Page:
- The ruling that all horses need to have been vaccinated in the last six months has put a spanner in the works of many plans. Already we know that Silver Streak will not be able to run in the Kingwell, whilst 2017 Grand National winner One For Arthur won’t be able to run thanks to needing another jab.

A list of yards that won’t be able to run at least in the next week has been speculated on twitter, and it could include Nicky Henderson, based on what we’ve seen here.

https://twitter.com/muffinmannhc/status/1095255812413497344

Those berating the BHA for not advising trainers of the need to get their horses a booster jab are wide of the mark, as this tweet shows:

As with all that has preceded it, the BHA is doing everything it can to support the sport, including announcing the provision of some additional races for circa 23rd February to enable those without booster jabs to get vaccinated and have a prep before the Festival:

5. Getting Jiggy With It

Meanwhile, racing in Ireland continued unabated and we were treated to a pair of good cards over the weekend with Punchestown having their Grand National Trial on what was at the very least an informative day.

Gigginstown can do no wrong at the moment and they gave themselves a tremendous hand in both the Aintree and Fairyhouse versions as Dounikos came right back to his best to beat Wishmoor by four and a half lengths, with General Principle just a half-length behind.

https://twitter.com/RacingTV/status/1094635252662837249

In what was a dominant showing for the O'Leary squad from start to finish – all three of their charges raced prominently – Dounikos put himself down as a major contender for either the Grand National itself at Aintree or the Irish equivalent, targets that Wishmoor and General Principle, the winner of last year’s Irish Grand National, will also be looking at.

Gordon Elliott, trainer of Dounikos, speaking to Tony O’Hehir of the Racing Post: "Dounikos might go to Aintree or Fairyhouse, we'll see the Aintree weights this week," he said. "I made a lot of entries and I could end up running 12 or 15 in the race. One of those could be General Principle, and Elliott added: "He ran a good race today and Aintree might be the job for him this year."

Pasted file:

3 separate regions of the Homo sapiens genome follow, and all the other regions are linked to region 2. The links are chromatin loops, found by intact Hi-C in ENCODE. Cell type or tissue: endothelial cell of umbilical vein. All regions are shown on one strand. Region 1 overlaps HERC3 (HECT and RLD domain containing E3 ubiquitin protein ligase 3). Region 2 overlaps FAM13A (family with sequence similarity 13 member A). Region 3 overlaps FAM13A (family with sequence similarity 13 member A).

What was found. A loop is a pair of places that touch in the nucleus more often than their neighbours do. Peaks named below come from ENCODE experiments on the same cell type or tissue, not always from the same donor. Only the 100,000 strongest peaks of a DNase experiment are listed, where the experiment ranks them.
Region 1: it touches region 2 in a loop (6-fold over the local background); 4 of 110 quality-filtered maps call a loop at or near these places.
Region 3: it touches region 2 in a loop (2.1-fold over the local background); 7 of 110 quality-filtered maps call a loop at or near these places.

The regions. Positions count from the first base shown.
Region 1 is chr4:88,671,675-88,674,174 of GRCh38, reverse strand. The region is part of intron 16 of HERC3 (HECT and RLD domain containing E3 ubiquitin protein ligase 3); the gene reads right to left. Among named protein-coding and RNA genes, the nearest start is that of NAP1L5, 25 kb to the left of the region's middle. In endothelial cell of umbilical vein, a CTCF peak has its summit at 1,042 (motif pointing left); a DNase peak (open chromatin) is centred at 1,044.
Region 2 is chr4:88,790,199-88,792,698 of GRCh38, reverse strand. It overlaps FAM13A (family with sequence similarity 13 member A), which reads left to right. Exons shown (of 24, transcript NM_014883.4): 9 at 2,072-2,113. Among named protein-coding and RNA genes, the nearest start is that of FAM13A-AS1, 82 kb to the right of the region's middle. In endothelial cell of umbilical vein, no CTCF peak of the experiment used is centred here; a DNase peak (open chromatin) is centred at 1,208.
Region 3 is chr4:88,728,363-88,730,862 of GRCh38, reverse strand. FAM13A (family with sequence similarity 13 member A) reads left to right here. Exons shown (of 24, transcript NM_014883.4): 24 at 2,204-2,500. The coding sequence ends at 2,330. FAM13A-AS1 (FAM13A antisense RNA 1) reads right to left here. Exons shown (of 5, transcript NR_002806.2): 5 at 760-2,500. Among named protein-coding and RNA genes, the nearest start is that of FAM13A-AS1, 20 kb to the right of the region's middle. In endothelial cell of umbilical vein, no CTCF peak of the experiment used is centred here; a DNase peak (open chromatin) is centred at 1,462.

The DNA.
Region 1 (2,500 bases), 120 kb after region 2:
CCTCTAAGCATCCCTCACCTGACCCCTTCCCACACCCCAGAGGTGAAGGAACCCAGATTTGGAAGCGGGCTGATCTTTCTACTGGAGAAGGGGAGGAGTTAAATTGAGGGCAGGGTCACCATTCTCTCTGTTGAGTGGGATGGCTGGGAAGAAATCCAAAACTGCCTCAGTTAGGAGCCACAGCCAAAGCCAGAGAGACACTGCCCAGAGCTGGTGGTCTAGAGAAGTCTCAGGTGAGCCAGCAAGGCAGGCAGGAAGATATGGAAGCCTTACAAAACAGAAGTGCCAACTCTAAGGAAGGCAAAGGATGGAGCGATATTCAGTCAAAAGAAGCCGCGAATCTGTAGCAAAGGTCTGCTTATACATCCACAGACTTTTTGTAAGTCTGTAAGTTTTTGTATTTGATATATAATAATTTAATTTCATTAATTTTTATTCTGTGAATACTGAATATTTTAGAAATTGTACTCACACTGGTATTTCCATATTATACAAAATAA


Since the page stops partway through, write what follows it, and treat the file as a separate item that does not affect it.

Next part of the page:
Be smart: Dounikos is generally a 33/1 shot for Aintree (as big as 40/1 with Bet Victor) with the weights due out tomorrow, and General Principle is around the same price.

 

6. Over The Water

A good card at Naas saved ITV, who combined quickly and effectively with the HRI to show a decent card in absentia of Newbury’s Super Saturday.

The highlight was arguably Pravalaguna, who gave a fine front-running display to take the Listed Opera Hat Chase.

Sent off at just 8/13 after strong support, the only scare came when jockey Paul Townend appeared to lose an iron briefly at the fifth last, but he regained full control before taking the next obstacle and from then on she didn’t put a foot wrong before marching to a 14 length success from Baie Des Iles in second.

On the same card, we saw another Festival contender in the shape of City Island, who justified long odds on favouritism with a facile win in the Connolly's Red Mills Irish EBF Auction Novice Hurdle at Naas.

https://twitter.com/SportingLife/status/1094217063625834496